The topic I received most in my inbox this week was redo blocked on a secondary while attempting to acquire SCH-M (schema modify) lock.
First of all, this is expected behavior and you can monitor for this with your standard blocking activities (sys.dm_exec_requests, blocked process TRC event, blocked process threshold configuration setting(s) and the log_redo_blocked XEvent.)
The SQL Server 2012 implementation of Always On extended the database mirroring (DBM) capabilities by allowing read only queries and backups against a secondary replica. With this new activity comes additional overhead.
1. When a replica is marked for read only capabilities the updated/inserted rows on primary add additional overhead for the row versioning to help support snapshot isolation activities of the read only connections.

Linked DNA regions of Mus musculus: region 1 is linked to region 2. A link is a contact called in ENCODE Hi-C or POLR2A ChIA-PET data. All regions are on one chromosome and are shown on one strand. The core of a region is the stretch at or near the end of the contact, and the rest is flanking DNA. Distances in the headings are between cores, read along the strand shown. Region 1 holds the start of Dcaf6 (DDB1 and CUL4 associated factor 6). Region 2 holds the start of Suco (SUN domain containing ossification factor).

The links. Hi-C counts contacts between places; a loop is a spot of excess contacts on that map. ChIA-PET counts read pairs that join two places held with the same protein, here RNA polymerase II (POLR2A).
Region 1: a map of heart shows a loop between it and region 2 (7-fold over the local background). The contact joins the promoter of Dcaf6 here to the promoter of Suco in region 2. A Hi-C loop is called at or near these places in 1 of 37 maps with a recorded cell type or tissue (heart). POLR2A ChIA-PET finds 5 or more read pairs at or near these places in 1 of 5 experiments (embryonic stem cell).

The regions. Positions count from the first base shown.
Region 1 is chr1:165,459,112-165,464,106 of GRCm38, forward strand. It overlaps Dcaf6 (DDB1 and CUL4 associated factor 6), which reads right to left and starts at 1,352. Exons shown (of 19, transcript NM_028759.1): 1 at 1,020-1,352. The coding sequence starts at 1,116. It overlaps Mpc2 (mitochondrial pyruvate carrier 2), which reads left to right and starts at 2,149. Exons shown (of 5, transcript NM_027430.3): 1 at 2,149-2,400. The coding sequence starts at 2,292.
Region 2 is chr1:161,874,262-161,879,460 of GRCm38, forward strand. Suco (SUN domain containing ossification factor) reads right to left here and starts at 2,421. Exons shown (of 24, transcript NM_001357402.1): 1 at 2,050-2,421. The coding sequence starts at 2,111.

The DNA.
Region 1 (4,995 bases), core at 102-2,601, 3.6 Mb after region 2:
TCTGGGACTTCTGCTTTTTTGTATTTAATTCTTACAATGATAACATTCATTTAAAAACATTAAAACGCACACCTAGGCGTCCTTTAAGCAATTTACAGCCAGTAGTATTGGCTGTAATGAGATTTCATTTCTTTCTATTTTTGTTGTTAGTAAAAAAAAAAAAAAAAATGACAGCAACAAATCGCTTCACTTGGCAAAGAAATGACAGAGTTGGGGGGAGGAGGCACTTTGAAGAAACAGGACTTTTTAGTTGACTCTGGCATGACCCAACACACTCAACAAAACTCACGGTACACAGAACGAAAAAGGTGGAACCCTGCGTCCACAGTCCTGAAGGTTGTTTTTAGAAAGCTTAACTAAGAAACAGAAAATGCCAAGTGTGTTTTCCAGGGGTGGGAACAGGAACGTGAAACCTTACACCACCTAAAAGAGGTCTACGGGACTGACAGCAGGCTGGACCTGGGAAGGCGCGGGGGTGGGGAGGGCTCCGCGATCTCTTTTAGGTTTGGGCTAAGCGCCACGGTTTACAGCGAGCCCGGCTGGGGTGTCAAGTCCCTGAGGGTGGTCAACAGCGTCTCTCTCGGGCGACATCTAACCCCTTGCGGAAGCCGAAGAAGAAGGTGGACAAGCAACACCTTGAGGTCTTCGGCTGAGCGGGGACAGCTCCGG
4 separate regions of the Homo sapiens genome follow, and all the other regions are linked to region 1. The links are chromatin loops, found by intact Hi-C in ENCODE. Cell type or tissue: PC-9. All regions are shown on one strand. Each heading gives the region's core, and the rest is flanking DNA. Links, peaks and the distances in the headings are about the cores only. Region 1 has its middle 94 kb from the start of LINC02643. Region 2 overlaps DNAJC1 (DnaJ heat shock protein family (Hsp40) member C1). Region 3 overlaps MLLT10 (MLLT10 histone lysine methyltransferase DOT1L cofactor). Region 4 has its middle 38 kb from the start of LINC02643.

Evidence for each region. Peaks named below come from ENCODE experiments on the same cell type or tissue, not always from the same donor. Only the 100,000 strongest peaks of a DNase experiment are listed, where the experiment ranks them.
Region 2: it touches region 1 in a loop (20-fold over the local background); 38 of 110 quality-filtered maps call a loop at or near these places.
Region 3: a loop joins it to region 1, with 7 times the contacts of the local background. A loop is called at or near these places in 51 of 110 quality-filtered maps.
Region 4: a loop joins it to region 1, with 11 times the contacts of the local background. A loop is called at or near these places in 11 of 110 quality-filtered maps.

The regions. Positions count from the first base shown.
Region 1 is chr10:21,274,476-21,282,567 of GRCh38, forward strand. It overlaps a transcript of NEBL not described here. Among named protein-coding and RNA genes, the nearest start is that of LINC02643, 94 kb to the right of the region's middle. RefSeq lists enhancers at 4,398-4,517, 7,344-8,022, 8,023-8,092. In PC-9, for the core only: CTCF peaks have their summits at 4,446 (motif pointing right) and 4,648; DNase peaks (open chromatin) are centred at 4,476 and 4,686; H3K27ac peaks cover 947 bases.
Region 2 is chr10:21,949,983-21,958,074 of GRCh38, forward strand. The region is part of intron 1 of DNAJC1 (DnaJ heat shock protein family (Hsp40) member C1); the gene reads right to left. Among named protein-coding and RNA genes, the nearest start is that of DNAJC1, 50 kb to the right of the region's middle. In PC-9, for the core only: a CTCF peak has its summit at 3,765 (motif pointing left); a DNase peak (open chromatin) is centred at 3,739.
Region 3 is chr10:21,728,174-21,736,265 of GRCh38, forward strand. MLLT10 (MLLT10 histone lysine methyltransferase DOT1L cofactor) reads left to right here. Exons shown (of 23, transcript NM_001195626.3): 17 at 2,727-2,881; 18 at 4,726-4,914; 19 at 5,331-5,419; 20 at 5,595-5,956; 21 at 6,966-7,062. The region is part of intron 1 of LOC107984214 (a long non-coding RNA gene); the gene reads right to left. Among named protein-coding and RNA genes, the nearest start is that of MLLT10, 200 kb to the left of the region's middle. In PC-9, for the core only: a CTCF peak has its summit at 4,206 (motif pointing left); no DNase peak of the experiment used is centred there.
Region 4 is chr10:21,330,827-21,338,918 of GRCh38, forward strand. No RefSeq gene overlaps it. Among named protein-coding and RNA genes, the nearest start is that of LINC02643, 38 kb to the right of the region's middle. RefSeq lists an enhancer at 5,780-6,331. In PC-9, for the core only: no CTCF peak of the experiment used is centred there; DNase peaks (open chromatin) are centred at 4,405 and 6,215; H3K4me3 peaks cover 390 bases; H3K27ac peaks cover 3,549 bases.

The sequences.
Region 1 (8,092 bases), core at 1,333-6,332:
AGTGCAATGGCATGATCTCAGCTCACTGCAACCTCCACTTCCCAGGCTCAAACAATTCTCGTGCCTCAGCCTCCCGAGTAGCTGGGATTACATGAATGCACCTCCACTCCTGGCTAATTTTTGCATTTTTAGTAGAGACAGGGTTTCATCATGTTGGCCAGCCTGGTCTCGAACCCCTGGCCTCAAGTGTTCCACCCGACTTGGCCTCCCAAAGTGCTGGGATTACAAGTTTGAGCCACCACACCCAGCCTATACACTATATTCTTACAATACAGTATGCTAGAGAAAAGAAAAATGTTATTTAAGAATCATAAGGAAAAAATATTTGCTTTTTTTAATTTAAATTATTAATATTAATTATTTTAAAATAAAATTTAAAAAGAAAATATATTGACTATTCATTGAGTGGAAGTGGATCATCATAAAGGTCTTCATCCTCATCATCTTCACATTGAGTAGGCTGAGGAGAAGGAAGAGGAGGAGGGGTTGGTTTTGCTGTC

2. When queries are run against the secondary the SCH-S (schema stability) lock is held during the query to make sure the schema of the object can’t be changed during the processing of results.
In the case of the blocked, redo the read only clients typically have long running queries and the object is changed (ALTER, create index, …) on the primary. When the DDL activity arrives on the secondary the SCH-M is required to complete the requested, redo change. This causes the redo worker to become blocked on the long running, read only query(s).
You can monitor the redo queue size and other performance counters to determine the relative impact of redo being blocked and make any necessary business decisions to KILL the head blocker(s). It will look no different than a production server with a head blocker that you resolve today.
Microsoft is evaluating, for future builds, the ability to configure a replica to automatically kill a redo blocker, allowing redo to progress.
Bob Dorr – Principal SQL Server Escalation Engineer